FOR IMMEDIATE RELEASE|
FRIDAY, NOVEMBER 12, 2010
TDD (202) 514-1888
COLUMBUS, OHIO, ACCOUNTANT SENTENCED TO 11 YEARS IN PRISON FOR FRAUD AND OBSTRUCTION OF JUSTICE
WASHINGTON - An Ohio accountant was sentenced to 11 years in prison by U.S. District Court Judge Michael H. Watson in Columbus, Ohio, for conspiring to commit mortgage fraud, money laundering and obstruction of justice, the Justice Department and Internal Revenue Service (IRS) announced today.
According to court testimony and documents, Dennis G. Sartain of Hilliard, Ohio, was the accountant for convicted Columbus-area home builder, Thomas Parenteau. Sartain conspired with Parenteau to commit tax-fraud and money-laundering schemes through which the pair defrauded the IRS of more than $1 million and defrauded banks into lending more than $18 million to Parenteau and his nominees. A jury convicted Parenteau for his role in these crimes in July of this year after a two-month trial.
In addition to the prison term, Judge Watson ordered Sartain to pay restitution to the IRS and the defrauded banks in an amount to be determined and to forfeit to the U.S. government $120,000.
As part of the conspiracy to defraud the United States, Parenteau and Sartain prepared and filed with the IRS four false income tax returns for Parenteau's mistress, Pamela A. McCarty. The false returns generated more than $850,000 in refunds from the IRS and state of Ohio that all went to Parenteau.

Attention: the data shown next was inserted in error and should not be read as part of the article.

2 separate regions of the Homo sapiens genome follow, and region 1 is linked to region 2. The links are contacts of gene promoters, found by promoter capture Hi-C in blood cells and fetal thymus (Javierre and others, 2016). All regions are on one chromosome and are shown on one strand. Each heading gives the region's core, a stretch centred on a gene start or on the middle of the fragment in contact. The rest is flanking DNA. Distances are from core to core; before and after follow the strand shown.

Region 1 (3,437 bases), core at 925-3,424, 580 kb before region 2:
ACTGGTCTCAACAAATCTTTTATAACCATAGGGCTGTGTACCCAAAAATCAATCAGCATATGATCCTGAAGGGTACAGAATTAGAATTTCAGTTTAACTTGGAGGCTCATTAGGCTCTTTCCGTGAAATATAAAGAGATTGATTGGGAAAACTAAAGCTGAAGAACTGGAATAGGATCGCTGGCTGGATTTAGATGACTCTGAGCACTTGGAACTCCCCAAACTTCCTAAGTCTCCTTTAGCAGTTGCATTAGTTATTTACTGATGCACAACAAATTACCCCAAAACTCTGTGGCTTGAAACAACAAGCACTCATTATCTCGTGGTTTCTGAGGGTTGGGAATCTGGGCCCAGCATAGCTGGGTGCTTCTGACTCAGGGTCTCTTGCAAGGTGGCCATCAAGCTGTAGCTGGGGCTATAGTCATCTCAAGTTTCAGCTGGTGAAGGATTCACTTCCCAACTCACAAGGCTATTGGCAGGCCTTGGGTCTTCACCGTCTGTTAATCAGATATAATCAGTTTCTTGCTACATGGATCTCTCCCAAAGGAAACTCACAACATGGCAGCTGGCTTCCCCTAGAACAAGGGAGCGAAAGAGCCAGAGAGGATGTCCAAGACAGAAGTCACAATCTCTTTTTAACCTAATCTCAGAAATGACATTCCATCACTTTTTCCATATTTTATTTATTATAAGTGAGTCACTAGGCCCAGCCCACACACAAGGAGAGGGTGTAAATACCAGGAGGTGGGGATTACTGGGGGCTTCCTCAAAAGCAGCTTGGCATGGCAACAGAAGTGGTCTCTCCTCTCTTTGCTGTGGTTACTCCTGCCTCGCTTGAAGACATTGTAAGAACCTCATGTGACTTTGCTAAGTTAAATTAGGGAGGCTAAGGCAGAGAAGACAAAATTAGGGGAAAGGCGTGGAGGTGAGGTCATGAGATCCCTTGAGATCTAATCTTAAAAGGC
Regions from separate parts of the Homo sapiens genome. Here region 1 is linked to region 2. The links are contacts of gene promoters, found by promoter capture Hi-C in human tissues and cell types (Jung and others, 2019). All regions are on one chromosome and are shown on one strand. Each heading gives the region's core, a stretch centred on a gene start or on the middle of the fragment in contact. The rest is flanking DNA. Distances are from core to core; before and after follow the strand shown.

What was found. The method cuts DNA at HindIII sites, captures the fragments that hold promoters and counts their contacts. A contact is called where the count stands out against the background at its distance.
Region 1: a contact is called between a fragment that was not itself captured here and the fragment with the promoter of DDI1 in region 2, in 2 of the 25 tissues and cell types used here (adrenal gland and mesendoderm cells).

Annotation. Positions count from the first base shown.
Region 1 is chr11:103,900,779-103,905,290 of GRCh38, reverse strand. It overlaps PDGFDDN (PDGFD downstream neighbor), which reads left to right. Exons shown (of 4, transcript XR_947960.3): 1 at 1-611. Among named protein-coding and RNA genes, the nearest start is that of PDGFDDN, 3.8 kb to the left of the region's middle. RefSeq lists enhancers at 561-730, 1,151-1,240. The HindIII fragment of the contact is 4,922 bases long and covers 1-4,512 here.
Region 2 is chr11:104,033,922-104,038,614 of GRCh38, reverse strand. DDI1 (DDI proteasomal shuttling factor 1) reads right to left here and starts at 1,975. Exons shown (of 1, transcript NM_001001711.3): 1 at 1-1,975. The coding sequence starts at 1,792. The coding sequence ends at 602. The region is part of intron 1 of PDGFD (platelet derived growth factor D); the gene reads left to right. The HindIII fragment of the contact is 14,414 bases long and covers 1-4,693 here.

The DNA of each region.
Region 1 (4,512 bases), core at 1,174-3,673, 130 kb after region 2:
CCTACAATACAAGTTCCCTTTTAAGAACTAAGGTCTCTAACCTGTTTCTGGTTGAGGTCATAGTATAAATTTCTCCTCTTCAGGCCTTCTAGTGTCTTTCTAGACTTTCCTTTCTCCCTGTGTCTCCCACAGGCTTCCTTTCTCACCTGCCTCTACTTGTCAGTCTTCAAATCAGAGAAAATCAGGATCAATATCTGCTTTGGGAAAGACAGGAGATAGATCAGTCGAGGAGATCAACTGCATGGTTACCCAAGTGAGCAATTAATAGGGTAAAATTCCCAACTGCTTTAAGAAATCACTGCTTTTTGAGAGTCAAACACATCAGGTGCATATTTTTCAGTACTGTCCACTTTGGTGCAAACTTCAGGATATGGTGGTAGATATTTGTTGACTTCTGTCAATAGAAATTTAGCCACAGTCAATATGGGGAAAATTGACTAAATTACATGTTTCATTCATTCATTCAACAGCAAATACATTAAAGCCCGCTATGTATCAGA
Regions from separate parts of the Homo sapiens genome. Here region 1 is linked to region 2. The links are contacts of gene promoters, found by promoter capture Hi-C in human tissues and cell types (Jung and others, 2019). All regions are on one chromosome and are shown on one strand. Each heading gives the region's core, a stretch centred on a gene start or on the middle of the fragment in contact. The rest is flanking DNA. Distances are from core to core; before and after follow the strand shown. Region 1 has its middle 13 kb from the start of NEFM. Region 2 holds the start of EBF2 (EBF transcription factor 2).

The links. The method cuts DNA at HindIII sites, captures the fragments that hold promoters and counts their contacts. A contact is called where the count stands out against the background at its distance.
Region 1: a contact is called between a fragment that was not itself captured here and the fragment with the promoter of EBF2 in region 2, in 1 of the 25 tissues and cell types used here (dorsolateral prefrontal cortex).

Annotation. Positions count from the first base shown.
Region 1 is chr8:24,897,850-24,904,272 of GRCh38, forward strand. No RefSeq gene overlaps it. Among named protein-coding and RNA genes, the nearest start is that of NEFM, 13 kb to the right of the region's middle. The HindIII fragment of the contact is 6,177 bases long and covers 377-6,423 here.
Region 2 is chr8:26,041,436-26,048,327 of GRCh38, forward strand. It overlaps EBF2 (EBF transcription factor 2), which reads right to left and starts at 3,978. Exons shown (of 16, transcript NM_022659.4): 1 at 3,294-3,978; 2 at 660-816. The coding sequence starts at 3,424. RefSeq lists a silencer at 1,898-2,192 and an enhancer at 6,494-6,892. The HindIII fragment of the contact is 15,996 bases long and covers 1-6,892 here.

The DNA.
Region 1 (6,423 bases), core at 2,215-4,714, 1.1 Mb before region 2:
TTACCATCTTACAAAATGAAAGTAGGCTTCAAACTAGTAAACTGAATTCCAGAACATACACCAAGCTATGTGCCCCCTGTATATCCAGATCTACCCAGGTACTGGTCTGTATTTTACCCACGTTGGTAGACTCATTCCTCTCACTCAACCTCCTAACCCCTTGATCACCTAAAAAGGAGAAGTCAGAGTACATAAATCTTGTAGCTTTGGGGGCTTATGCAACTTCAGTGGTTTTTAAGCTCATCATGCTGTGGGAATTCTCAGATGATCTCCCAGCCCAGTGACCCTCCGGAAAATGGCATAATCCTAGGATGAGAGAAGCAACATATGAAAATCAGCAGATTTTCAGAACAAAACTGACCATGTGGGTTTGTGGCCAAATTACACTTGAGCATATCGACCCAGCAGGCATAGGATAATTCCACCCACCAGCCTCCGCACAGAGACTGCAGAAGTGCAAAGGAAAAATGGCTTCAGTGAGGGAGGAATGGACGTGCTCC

In addition, Parenteau and Sartain, along with McCarty and Parenteau's wife, Marsha K. Parenteau, committed a money-laundering conspiracy through which they obtained nearly $19 million in loans against a 27,000-square-foot home, by falsely representing income and submitting other false documents. They used the money to make more than $6 million in premium payments at $85,000 a month on four life insurance policies on the life of Thomas Parenteau's father, who passed away on April 4, 2009. The government has moved for the forfeiture of the life insurance premiums and death benefits.
Finally, after learning of the IRS investigation into the tax, bank fraud and money laundering schemes, Thomas Parenteau, McCarty and Sartain engaged in a scheme to obstruct justice by concealing computers, creating false documents, destroying or altering evidence, tampering with a witness, and lying to federal and local investigators. Marsha K. Parenteau, and Pamela A. McCarty are scheduled to be sentenced for their respective roles in these schemes on Jan. 5, 2011. The sentencing for Thomas Parenteau is not yet scheduled.
John A. DiCicco, Acting Assistant Attorney General for the Justice Department's Tax Division, commended the IRS Criminal Investigation special agents who investigated the case, as well as Tax Division trial attorneys Richard Rolwing and Sean O'Connell, who prosecuted the case.